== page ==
Sunday, July 15, 2018

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Lewis B. "Chesty" Puller (18


Lewis Burwell "Chesty" Puller, whose barrel chest and blunt manner inspired his nickname, was a thirty-seven-year veteran of the United States Marine Corps who rose to the rank of lieutenant general. The most-decorated Marine in history, he earned five Navy Crosses, the U.S. Navy's second-highest decoration, for fighting in Nicaragua, at Guadalcanal and in New Guinea during World War II (1939–1945), and at the Chosin Reservoir during the Korean War (1950–1953). MORE...
Lewis Burwell Puller was born in West Point,Virginia, on June 26, 1898. A second cousin of General George S. Patton and the grandson of a Confederate veteran, Puller came from a military family and idolized the likes of Thomas J. "Stonewall" Jackson and Robert E. Lee while growing up. He enrolled at the Virginia Military Institute in 1917 but left after a year with hopes of fighting in World War I (1914–1918). He was assigned, instead, to train recruits in South Carolina. In 1919, he graduated from Officer Training School as a second lieutenant but was immediately placed on the inactive list because of postwar troop reductions. Puller reenlisted as a corporal and was deployed to Haiti for five years to train the newly formed Gendarmerie d'Haiti, a constabulary force of Haitian enlisted personnel and Marine officers. He returned to the United States in 1924 and received his commission again as a second lieutenant.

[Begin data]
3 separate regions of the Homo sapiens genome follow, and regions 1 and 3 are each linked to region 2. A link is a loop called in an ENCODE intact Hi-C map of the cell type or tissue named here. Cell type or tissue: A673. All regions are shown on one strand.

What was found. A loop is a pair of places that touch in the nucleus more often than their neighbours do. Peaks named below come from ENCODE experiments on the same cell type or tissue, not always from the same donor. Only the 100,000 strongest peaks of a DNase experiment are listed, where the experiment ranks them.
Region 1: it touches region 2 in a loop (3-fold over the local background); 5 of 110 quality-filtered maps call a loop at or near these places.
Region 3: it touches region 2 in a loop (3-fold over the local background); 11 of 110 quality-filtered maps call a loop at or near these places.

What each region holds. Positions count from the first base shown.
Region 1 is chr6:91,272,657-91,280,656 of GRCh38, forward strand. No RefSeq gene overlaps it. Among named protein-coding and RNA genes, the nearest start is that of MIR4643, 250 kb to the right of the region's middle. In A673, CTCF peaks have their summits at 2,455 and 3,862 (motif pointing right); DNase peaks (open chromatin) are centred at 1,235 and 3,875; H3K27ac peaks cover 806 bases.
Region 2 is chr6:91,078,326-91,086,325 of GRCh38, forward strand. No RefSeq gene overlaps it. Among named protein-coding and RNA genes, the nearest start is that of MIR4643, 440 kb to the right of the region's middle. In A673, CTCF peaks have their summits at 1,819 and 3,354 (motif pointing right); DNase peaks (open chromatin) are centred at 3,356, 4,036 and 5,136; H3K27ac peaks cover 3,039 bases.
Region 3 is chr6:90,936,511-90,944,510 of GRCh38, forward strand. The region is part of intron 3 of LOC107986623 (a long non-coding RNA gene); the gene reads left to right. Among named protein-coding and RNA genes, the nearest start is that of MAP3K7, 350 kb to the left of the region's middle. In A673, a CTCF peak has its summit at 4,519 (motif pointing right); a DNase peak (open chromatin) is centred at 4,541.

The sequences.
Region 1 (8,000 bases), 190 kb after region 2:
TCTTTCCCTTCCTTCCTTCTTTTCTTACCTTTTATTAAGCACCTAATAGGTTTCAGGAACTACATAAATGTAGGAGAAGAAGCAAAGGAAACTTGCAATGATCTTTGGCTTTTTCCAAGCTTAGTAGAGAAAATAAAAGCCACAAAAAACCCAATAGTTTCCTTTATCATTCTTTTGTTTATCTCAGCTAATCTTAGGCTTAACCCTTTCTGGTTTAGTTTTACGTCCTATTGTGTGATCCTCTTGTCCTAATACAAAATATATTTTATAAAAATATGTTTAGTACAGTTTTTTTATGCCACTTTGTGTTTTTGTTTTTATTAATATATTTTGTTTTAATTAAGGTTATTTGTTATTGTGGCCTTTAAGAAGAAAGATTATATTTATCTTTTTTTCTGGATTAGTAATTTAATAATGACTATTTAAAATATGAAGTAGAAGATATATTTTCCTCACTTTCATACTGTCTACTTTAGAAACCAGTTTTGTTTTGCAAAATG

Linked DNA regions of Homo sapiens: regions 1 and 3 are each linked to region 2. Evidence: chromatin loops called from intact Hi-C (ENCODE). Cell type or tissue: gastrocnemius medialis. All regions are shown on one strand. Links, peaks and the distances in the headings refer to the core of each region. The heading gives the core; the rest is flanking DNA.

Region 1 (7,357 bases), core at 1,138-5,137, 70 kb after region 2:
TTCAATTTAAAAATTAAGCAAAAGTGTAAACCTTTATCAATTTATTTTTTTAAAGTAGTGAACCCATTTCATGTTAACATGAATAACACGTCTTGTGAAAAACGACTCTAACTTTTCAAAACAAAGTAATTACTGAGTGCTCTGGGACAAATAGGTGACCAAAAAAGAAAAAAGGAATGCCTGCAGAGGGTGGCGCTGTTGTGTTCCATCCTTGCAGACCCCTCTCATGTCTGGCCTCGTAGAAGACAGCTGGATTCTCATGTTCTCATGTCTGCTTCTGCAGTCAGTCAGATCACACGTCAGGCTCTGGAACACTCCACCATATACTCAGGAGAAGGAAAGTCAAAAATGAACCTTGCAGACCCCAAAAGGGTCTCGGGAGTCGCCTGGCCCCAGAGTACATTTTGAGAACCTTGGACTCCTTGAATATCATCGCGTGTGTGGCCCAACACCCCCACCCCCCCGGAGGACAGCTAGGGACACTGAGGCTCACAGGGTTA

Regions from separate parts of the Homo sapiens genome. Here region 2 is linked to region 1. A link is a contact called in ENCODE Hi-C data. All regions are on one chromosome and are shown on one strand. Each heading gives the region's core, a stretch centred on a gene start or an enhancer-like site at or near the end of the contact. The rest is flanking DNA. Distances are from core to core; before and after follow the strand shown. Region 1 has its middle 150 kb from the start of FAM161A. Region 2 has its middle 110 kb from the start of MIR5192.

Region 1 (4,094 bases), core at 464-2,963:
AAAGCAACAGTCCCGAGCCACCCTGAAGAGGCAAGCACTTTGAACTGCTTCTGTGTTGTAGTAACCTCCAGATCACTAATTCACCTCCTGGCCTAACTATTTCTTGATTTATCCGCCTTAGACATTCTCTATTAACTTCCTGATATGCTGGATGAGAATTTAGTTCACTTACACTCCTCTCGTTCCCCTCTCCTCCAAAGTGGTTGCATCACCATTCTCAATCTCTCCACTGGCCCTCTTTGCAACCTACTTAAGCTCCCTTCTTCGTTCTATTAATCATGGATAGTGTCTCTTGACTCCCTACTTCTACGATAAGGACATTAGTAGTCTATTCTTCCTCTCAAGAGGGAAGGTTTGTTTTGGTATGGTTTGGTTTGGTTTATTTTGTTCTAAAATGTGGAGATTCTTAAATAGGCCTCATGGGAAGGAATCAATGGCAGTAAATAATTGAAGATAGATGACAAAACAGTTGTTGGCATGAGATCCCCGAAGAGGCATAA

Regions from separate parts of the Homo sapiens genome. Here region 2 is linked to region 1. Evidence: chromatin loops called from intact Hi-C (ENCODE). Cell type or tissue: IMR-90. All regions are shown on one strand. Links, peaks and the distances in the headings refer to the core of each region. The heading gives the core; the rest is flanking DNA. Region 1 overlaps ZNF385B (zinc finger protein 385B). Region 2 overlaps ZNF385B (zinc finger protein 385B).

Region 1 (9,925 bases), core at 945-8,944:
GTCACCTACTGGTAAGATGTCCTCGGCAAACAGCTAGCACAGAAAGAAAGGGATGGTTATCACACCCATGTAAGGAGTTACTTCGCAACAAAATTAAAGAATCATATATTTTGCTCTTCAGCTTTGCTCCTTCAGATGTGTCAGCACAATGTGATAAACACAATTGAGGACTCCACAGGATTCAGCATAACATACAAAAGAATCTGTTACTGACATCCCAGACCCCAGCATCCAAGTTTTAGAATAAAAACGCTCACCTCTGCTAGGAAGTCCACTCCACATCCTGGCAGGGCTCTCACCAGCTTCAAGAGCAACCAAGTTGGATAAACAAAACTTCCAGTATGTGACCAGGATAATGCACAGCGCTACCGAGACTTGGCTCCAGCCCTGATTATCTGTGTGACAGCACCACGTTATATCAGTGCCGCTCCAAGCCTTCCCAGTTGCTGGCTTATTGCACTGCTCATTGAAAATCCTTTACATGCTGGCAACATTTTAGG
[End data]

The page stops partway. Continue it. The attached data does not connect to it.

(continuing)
After a two-year tour at Marine Barracks, Pearl Harbor, Hawaii, Puller was assigned to Nicaragua, where he earned the first of his five Navy Crosses while fighting rebels led by Augusto Sandino. On his second tour in Nicaragua, Puller earned another Navy Cross for his gallantry in fighting local rebel forces during a daring ten-day march. He then traveled to China to take command of the famous "Horse Marines" guarding American settlements around Beijing, but was recalled to the United States to teach at the Marine Officers Basic School at the Philadelphia Navy Yard in 1936. In 1940, he returned to China as the executive officer of the 2nd Battalion of the 4th Marine Regiment in Shanghai.